The Nature Conservancy of SC Celebrates Earth Day with A Picnic for the Earth, Half-Moon Outfitters Shopping Day and Special Concert
In celebration of Earth Day 2013, the South Carolina Chapter of The Nature Conservancy joins with Nature Conservancy chapters across the world in a Picnic for the Earth on April 20th. Picnic for the Earth is The Nature Conservancy’s annual celebration of the planet we live on, the food it provides and the people we share it with. Participants are invited to host a picnic on their own, or join in TNC-organized gatherings.
CHARLESTON, COLUMBIA, GREENVILLE, SC | April 10, 2013
In Charleston this year, the South Carolina Chapter will host a Picnic for the Earth on Saturday, April 20, 11 a.m. on Wadmalaw Island at the home of Catherine and Frank Middleton. In addition to a delicious picnic featuring locally-grown fare prepared by Chef Caroline Bevon of Caroline’s Market and Catering, the day will begin with a nature walk with the Conservancy’s senior conservation ecologist Colette DeGarady and butterfly expert Lisa Lord. The picnic program will feature a talk by internationally renowned batik artist, Mary Edna Fraser. Fraser uses the ancient textile art of silk batik to represent coastal landscapes and geographical images, often exploring the human impact and effects of climate change on the landscape. Fraser will show some of her work and speak on “From Local to Global, An Artist’s Inspiration for Conservation.” Reservations for the picnic are required, and tickets (suggested donation $100 per person) are available by contacting Melinda Ottaviano at firstname.lastname@example.org, or (803) 254-9049, extension 35. Proceeds from the Picnic for the Earth support The Nature Conservancy’s Marine Program. Directions will be provided at time of registration.
Also on Saturday, April 20, all Half-Moon Outfitters locations across South Carolina and Georgia will donate a percentage of sales to support The Nature Conservancy. Shoppers can stock up on quality outdoor gear while supporting a local merchant who generously supports conservation of the great outdoors. Half-Moon Outfitters has been providing the Southeast with quality goods and services for adventure and travel since 1993, with stores in Charleston (King Street and Folly Road/South Windemere), Mount Pleasant, Greenville, Columbia, Atlanta, Athens, and Savannah.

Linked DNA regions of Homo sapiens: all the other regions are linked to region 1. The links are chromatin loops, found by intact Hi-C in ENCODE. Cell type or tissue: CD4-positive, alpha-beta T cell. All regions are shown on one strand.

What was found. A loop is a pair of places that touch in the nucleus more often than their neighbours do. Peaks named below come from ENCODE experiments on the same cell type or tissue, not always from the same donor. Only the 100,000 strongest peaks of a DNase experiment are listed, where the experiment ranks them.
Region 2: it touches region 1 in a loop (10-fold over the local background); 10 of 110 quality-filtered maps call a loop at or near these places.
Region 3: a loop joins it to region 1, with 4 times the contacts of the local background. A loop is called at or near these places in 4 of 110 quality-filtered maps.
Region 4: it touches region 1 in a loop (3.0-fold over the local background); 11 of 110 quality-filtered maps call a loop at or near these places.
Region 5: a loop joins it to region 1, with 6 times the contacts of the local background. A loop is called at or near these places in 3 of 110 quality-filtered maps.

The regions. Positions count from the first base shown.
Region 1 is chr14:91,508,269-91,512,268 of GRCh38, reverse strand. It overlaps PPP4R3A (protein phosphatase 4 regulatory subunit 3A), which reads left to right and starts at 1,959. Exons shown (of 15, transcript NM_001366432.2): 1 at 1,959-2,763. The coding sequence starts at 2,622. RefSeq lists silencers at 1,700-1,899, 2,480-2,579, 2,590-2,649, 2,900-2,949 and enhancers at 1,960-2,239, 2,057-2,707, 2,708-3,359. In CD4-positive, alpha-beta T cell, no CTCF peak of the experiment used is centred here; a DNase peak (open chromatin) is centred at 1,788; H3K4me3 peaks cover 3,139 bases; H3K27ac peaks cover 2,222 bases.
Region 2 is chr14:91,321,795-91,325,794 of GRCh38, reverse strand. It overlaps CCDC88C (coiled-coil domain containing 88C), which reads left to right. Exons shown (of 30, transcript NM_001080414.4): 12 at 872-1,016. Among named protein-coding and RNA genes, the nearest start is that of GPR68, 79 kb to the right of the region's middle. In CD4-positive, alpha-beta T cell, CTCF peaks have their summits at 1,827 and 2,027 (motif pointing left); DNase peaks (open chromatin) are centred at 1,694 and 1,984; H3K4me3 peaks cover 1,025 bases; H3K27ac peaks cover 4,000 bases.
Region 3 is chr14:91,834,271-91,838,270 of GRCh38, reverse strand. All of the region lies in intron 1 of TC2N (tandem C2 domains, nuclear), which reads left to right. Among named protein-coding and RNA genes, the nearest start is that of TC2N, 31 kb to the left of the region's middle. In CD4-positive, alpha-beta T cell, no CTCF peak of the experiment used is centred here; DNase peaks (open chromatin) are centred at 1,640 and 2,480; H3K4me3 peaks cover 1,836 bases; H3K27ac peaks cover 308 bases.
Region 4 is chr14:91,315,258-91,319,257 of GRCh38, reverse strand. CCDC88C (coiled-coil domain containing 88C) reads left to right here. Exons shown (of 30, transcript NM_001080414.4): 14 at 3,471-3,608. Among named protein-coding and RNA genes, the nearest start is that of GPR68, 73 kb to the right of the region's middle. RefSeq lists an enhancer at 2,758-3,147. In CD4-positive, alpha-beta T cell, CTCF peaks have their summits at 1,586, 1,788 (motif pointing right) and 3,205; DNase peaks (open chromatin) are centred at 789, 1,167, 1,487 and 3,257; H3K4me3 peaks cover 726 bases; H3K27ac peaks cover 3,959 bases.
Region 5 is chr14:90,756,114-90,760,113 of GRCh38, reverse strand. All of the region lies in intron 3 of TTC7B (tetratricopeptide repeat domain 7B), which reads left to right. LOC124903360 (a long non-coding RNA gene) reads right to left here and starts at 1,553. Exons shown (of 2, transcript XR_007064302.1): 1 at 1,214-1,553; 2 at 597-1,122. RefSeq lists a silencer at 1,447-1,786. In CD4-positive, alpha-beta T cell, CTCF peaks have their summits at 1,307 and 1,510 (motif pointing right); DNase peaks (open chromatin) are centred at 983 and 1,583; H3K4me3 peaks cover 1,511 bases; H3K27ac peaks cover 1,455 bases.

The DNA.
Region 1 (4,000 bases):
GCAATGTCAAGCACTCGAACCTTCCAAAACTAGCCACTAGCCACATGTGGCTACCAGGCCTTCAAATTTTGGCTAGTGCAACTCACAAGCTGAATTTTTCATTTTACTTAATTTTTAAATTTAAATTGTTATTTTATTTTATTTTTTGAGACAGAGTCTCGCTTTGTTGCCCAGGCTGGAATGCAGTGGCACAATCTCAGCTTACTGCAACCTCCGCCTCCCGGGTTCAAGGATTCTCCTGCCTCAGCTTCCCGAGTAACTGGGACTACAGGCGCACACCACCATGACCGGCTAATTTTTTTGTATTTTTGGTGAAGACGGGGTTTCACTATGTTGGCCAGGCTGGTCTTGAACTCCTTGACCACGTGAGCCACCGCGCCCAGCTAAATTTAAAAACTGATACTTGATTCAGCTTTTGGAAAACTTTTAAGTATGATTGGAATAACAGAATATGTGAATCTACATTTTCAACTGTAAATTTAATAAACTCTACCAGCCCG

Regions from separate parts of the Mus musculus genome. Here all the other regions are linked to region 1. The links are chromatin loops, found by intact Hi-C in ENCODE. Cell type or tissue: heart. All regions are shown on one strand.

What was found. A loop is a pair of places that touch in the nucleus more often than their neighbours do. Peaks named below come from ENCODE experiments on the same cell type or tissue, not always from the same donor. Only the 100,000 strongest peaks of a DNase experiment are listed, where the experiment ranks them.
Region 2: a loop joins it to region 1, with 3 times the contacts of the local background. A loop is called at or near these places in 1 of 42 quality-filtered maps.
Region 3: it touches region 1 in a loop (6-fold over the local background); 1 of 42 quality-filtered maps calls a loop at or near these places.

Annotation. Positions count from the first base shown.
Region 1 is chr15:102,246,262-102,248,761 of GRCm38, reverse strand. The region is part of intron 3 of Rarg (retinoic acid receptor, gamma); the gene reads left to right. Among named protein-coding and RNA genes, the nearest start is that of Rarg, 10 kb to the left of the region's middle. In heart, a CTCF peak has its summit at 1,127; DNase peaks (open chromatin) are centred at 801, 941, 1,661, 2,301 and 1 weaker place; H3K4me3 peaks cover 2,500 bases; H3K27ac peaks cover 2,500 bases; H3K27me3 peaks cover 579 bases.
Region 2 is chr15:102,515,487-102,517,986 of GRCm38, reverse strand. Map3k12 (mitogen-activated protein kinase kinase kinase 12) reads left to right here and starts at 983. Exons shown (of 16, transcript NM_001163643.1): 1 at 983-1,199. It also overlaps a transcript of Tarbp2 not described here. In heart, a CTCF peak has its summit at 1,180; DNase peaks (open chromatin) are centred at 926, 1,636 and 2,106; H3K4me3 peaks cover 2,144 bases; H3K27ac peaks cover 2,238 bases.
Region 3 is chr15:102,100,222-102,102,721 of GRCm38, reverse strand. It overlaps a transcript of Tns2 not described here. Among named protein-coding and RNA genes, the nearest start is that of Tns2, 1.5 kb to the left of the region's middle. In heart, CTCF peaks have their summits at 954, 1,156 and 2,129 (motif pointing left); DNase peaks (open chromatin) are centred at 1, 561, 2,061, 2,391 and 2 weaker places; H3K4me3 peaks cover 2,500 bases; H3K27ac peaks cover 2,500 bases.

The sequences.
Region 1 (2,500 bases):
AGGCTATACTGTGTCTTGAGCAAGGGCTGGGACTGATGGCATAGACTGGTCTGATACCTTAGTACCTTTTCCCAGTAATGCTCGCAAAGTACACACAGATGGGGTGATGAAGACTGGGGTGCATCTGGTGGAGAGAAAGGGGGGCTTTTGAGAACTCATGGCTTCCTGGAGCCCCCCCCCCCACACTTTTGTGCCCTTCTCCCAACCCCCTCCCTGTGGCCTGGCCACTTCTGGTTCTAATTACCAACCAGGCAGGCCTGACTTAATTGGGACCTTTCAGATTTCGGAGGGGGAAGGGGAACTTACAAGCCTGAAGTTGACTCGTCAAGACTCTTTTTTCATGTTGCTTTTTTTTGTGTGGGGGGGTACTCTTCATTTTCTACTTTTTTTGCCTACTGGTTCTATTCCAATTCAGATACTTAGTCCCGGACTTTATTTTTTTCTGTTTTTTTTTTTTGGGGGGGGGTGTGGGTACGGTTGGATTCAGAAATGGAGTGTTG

On Sunday, April 21, The South Carolina Chapter of The Nature Conservancy welcomes recording artist Shannon Whitworth to Charleston, for an exclusive benefit concert on Wadmalaw Island. Whitworth’s sultry voice and bluesy-jazz lyricism has garnered praise from critics across the country, and her second album, High Tide, has just been released. The North Carolina-based singer songwriter is inspired by nature and by water, and is pleased that proceeds of this concert will support The Nature Conservancy’s Marine Program. “Water is the lifeblood of the world,” says Whitworth. “I love the fact that The Nature Conservancy is focused on protecting clean water sources.” Tickets are $25 in advance, and $35 day of concert. To purchase tickets and get directions to the venue, please contact Shari Wilbert at email@example.com, or (803) 254-9049 extension 43. Space is limited and tickets are required.
The South Carolina Chapter of The Nature Conservancy is grateful for the generous support of the following sponsors of its Earth Day 2013 special events: Handpicked, Half-Moon Outfitters, Ambrose Farms, Black Bean Company, Legare Farms, Thackeray Farms, Nature’s Calling, GrowFood Carolina, Charleston Tea Plantation, South Carolina Bank and Trust, Meridian Metals Management, LLC, Mix Premium Bartending, and NBS Production Services. Special thanks to the hosts of Earth Day 2013 events: Alicia and Ed Boyd, Carol Graf and Alex Beard, Emily and Beezer Molten of Half-Moon Outfitters, Catherine and Frank Middleton, and Melanie and Tom Mauldin of Handpicked.
The Nature Conservancy is a leading conservation organization working around the world to conserve the lands and waters on which all life depends. The Conservancy and its more than 1 million members have protected nearly 120 million acres worldwide. Visit The Nature Conservancy on the Web at www.nature.org